Communication between Flash and JavaScript

As there is a growing demand for media-rich Flash content alongside more accessible HTML content, it is sometimes desirable to be able to merge the two in one page or application. There are a number of ways that JavaScript and Flash can be used in tandem to achieve this.

Although most users have Flash installed on their browsers, some don't and some have old versions. You can use JavaScript to ascertain if Flash is installed and what version of Flash is installed, so that your site can deal elegantly with users lacking a specific Flash plugin. There is no built-in function for this, but it can be figured out by examining the navigator.plugins array if it is available, or the properties of an instantiated Flash ActiveX object otherwise.

Flash can also communicate with JavaScript, though in a restricted way. For example, you can call a JavaScript function by using ActionScript's getURL(), passing a "javascript: doSomething()" type of argument.

A more formal way of communication between the two languages is through FSCommand (which also has other uses and has been available since Flash Player 3). Using FSCommand, JavaScript can call a limited set of methods belonging to Flash objects. A Flash movie can also communicate with JavaScript by means of FSCommand. However, the support for FSCommand is not universal and may require additional modules such as LiveConnect.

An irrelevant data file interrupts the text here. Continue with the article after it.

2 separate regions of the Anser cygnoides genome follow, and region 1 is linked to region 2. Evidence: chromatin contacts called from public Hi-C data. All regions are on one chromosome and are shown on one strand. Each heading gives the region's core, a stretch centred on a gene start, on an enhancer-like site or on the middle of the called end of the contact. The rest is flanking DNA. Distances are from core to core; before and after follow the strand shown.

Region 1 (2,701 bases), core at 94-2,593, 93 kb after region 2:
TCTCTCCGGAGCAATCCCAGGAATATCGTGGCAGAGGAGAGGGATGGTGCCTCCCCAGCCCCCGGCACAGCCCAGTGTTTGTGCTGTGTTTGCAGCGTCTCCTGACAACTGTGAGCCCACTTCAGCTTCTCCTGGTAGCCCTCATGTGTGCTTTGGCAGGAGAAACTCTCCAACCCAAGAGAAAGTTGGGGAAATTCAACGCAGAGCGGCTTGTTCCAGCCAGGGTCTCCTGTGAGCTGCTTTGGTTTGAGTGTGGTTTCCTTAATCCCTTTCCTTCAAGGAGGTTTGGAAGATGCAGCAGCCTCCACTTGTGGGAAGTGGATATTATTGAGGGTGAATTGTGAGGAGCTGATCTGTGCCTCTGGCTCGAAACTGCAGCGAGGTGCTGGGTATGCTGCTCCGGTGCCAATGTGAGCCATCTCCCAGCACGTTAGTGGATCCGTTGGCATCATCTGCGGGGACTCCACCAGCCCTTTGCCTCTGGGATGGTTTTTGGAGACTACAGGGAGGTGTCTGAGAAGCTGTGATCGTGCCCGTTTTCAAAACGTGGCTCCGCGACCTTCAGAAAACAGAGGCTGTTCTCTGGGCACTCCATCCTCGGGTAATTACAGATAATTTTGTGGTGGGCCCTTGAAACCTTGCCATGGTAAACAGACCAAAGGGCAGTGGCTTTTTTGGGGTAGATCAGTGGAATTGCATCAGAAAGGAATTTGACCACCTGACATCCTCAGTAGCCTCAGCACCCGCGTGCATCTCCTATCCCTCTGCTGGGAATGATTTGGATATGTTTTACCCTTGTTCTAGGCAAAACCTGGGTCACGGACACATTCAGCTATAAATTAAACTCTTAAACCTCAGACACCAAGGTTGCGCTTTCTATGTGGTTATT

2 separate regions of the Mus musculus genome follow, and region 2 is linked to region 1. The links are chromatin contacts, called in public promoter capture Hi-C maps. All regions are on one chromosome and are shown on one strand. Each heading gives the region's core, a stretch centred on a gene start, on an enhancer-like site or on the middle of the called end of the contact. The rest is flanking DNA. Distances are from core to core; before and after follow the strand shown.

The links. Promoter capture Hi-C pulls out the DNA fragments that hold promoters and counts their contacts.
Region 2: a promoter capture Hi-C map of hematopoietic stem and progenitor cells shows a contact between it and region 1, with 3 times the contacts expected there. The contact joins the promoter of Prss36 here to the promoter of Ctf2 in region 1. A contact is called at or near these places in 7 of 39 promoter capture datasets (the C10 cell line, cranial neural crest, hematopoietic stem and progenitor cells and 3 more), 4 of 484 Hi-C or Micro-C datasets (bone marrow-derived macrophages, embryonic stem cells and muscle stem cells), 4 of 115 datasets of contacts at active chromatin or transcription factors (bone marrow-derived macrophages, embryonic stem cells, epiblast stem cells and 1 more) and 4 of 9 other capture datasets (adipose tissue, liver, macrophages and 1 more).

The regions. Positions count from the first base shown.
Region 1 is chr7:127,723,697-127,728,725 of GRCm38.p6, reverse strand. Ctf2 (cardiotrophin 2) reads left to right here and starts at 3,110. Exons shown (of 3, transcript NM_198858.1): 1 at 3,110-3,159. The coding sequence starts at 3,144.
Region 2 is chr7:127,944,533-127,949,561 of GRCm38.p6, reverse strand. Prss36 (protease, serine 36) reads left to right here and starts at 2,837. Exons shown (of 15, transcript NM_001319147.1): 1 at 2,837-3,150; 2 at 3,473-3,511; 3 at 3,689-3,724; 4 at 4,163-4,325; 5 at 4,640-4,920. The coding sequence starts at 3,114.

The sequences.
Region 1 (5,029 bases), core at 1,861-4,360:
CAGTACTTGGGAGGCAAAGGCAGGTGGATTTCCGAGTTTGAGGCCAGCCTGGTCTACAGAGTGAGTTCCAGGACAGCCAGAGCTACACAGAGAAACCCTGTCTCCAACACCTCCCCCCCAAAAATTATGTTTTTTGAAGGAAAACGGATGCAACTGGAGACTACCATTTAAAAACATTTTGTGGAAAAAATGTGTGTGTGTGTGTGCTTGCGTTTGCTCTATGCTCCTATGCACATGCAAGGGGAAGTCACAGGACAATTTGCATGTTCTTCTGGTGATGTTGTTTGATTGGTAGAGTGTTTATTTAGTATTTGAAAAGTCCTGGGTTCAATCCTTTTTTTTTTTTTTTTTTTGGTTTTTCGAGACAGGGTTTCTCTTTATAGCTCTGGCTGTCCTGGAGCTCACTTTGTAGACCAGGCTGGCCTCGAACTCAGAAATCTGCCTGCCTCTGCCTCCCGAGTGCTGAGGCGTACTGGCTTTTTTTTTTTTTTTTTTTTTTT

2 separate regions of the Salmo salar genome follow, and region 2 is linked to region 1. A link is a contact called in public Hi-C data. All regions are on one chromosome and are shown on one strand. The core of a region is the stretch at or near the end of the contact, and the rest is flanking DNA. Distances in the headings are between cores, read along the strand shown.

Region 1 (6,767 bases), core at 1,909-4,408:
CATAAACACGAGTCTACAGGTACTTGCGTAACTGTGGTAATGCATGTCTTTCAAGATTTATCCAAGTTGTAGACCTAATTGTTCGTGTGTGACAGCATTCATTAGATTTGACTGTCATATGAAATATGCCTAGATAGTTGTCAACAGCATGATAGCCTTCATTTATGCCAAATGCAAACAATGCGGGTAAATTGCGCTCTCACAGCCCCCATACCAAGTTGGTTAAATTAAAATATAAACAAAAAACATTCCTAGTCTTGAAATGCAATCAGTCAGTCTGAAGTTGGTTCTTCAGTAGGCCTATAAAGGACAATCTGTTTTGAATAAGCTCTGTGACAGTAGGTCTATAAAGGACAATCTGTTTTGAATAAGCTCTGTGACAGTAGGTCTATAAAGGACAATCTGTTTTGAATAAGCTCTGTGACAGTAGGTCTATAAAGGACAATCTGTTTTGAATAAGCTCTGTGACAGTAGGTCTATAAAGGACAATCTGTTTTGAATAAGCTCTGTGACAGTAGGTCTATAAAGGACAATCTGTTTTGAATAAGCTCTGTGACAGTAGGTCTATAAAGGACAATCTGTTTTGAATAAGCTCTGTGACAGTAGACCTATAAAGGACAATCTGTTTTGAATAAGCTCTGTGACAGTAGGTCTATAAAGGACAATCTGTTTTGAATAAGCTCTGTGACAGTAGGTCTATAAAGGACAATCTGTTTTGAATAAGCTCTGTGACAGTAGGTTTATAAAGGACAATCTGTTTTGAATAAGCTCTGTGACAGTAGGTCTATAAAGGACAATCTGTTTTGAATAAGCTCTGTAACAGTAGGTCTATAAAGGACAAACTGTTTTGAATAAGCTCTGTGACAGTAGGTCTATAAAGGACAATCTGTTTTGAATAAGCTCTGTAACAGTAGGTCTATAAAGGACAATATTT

Because FSCommand doesn't work on all platforms/browsers, a Flash/JavaScript Integration Kit was created to allow communication both ways between JavaScript and Flash. The kit is free and open source. Installation of the kit requires more work than using the above two methods, but once installed, the communication between JavaScript and Flash has the additional benefit that it is not limited to strings, as it can also handle complex data types such as arrays and objects.

The Flash/JavaScript Integration Kit is not a perfect solution. It has been tested on several browsers, but there are older browsers that may not be compatible. Therefore, an application that makes use of it will still have to check for browser versions.